I’m an avid reader, and my favorite genre is fantasy. Most recently, I devoured the Mistborn trilogy (Mistborn, The Well of Ascension, The Hero of Ages) by Brandon Sanderson. I never would have picked them up if Sanderson hadn’t been chosen to finish Robert Jordan’s Wheel of Time series after the author’s untimely death to amyloidosis, but I couldn’t put the books down once I started.
There was a major problem, though. The books made me angry.
And after finishing the third novel Friday night and finding myself unable to fall asleep for two hours because of how much I hated the ending, it got me thinking about why it bothered me so much. These are things that writers really need to keep in mind. (With an actual book review at the end that many of you will choose to skip. And psst… that image is an Amazon affiliate link in case you’d like to buy the set and see what I’m talking about.)
You need to relate to your audience.
This is something that Brandon Sanderson got right. In fiction, relating to your audience is done by creating characters that your readers can become invested in. I was sucked in to the strange world of the Final Empire because I was so drawn to Vin, even though the setting was so completely foreign to me. (And as a fantasy reader, it takes a lot for a setting to just seem so odd.)
If you’re not writing fiction, this rule still applies. You have to give your readers a reason to care about what you’ve written, or else they’re just not going to bother with it. Writing to promote a product? A news story? Make sure people see why they should care about it in the first few lines. If they’re not feeling it, they’re not going to continue reading.
Once you know the rules, you can break them. But only in moderation.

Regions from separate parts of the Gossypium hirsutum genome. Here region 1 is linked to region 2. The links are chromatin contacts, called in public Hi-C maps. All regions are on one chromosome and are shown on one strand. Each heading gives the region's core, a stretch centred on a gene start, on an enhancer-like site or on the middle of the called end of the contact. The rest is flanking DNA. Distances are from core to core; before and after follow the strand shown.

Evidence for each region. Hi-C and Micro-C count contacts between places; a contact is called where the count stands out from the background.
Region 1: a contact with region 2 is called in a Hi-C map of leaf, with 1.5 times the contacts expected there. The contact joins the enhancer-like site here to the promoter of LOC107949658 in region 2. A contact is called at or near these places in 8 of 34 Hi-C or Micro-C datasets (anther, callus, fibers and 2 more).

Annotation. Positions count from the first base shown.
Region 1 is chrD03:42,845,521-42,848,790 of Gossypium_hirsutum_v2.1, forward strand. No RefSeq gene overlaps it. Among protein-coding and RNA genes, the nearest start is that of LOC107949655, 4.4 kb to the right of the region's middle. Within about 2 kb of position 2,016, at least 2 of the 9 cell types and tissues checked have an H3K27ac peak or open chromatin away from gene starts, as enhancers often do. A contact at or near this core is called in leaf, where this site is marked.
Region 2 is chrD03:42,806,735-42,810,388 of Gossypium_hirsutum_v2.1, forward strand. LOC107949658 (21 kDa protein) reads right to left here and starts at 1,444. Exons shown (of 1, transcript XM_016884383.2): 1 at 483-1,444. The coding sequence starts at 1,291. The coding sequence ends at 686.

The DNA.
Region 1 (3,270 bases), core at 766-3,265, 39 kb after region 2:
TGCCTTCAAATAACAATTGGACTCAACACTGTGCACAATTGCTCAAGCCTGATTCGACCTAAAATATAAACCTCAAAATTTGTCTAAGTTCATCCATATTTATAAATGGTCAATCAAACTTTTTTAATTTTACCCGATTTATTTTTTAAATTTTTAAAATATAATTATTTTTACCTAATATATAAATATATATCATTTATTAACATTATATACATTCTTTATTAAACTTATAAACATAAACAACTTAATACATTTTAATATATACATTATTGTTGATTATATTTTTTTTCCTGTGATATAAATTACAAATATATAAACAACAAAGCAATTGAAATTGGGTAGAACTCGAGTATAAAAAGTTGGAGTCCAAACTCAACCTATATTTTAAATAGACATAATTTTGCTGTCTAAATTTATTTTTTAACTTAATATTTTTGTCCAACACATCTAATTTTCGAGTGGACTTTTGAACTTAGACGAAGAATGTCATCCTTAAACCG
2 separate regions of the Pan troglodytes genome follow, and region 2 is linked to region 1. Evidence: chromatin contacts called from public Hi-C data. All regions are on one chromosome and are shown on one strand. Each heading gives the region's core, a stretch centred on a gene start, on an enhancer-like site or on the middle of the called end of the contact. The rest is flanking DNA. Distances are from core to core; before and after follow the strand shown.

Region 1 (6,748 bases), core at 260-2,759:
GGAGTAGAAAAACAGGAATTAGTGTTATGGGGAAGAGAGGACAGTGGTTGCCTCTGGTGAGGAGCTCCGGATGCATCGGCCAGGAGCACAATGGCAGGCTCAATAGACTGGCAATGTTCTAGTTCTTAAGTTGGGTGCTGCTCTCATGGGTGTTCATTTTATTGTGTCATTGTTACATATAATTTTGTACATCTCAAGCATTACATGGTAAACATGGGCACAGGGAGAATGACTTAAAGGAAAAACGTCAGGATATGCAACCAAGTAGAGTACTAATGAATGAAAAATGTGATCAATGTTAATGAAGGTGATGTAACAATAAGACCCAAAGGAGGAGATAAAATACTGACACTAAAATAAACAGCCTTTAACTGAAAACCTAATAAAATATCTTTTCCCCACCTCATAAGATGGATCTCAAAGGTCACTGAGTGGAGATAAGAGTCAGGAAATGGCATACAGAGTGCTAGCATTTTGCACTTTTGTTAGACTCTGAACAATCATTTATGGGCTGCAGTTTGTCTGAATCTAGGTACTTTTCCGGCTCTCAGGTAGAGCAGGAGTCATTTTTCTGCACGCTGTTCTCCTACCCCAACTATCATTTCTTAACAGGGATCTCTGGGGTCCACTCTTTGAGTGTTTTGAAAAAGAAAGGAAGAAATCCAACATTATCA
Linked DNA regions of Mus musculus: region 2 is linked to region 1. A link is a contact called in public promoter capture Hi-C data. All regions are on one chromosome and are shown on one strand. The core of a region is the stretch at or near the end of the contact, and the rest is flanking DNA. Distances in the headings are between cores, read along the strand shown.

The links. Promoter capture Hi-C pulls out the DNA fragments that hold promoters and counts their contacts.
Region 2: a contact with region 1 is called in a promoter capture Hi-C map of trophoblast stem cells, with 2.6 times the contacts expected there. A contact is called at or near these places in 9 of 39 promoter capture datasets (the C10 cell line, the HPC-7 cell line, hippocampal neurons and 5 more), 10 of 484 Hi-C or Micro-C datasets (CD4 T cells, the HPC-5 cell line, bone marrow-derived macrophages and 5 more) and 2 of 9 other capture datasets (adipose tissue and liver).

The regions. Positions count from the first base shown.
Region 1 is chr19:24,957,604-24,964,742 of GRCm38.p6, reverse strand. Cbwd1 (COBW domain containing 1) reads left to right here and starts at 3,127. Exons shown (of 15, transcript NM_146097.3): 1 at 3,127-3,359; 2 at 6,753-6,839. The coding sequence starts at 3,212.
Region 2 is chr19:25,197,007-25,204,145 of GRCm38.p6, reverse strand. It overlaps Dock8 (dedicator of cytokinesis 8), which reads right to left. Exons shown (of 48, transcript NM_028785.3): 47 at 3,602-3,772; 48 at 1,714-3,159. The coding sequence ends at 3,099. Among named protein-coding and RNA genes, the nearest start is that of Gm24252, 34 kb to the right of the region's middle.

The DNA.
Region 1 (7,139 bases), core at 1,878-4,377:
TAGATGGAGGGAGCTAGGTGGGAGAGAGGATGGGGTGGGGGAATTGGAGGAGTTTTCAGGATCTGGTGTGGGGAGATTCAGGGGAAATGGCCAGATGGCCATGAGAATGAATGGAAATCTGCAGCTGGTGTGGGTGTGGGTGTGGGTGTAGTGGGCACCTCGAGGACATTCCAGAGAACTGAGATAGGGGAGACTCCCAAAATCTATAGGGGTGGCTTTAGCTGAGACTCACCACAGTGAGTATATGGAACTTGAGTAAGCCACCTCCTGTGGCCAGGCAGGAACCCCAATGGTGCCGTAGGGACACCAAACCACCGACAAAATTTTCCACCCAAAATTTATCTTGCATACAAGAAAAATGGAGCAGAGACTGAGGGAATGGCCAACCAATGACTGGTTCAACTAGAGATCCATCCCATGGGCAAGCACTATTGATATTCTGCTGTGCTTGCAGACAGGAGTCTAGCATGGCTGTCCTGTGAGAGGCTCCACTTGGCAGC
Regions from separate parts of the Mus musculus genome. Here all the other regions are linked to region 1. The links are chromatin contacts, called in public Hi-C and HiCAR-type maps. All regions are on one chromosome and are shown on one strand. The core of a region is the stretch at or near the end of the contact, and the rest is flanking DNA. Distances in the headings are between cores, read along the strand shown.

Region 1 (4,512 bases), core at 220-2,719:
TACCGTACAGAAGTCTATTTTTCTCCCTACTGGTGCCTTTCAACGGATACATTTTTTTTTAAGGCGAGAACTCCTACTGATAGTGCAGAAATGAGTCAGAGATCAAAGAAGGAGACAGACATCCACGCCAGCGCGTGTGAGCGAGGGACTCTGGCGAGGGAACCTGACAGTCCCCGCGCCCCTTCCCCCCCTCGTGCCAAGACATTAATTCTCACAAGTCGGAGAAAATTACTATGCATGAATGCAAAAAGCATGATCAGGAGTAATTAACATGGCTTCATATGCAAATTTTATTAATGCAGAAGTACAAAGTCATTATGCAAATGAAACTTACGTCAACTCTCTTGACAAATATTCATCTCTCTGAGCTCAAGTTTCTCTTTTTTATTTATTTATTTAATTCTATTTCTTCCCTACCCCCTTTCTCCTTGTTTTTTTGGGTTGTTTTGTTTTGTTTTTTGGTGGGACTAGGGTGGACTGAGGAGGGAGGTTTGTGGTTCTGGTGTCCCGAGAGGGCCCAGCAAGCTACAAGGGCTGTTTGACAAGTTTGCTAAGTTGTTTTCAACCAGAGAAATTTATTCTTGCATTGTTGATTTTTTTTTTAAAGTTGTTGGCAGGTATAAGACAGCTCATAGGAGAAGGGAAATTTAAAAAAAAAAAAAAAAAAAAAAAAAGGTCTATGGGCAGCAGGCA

I just broke one of the rules of writing up there with a sentence fragment. Sentence fragments may be grammatically incorrect, but they have a place in novels, blogs, etc. But if you start using them all the time, people are going to think you just don’t have a clue about sentence structure, and it may become distracting enough that they just give up trying to read.
Sanderson got this one wrong. Fantasy authors can get away with a lot, since they don’t have to create worlds with the same physical rules as our own. Readers have a pretty healthy suspension of disbelief, but there are still certain conventions that we expect to be followed. It’s great to try a revolutionary new way of doing things, but if you go too far off in left field, you’re going to lose people.
Make your point, but don’t be repetitive or beat people over the head with it.
In Web copy, it’s easy to get this wrong. Sales copy can be overhyped, repeating the same things over and over in order to convince readers that they just can’t live without some new product. SEO writers try to cram the same tired keyword phrases into a 300 word article, making it appear unnatural and not intended for human eyes. You can use those keywords a few times, but remember the readers – and it’s far more user-friendly to use synonyms every once in a while.
There was one page in Mistborn where Vin, the female protagonist, was learning how to use the Final Empire’s version of magic… But I swear I read the word burned 12 times in just two or three paragraphs on a single page. There weren’t any synonyms because Sanderson used the term to explain how the magic worked. It was so frustratingly repetitive and hard to follow.
And then there was the whole theme of religion and faith in the book. Unfortunately, by the time I got to the end of the third book, I just didn’t want to hear about it anymore. It had been beaten into my skull for two books, and I’d had enough. (Wheel of Time readers may sympathize with me about the countless descriptions of Nynaeve tugging her braid, or the maddening politics surrounding Elayne’s claim to the Lion Throne of Andor over the last 12 books.)
There are red herrings, and there are big scarlet sharks with frickin’ laser beams on their heads.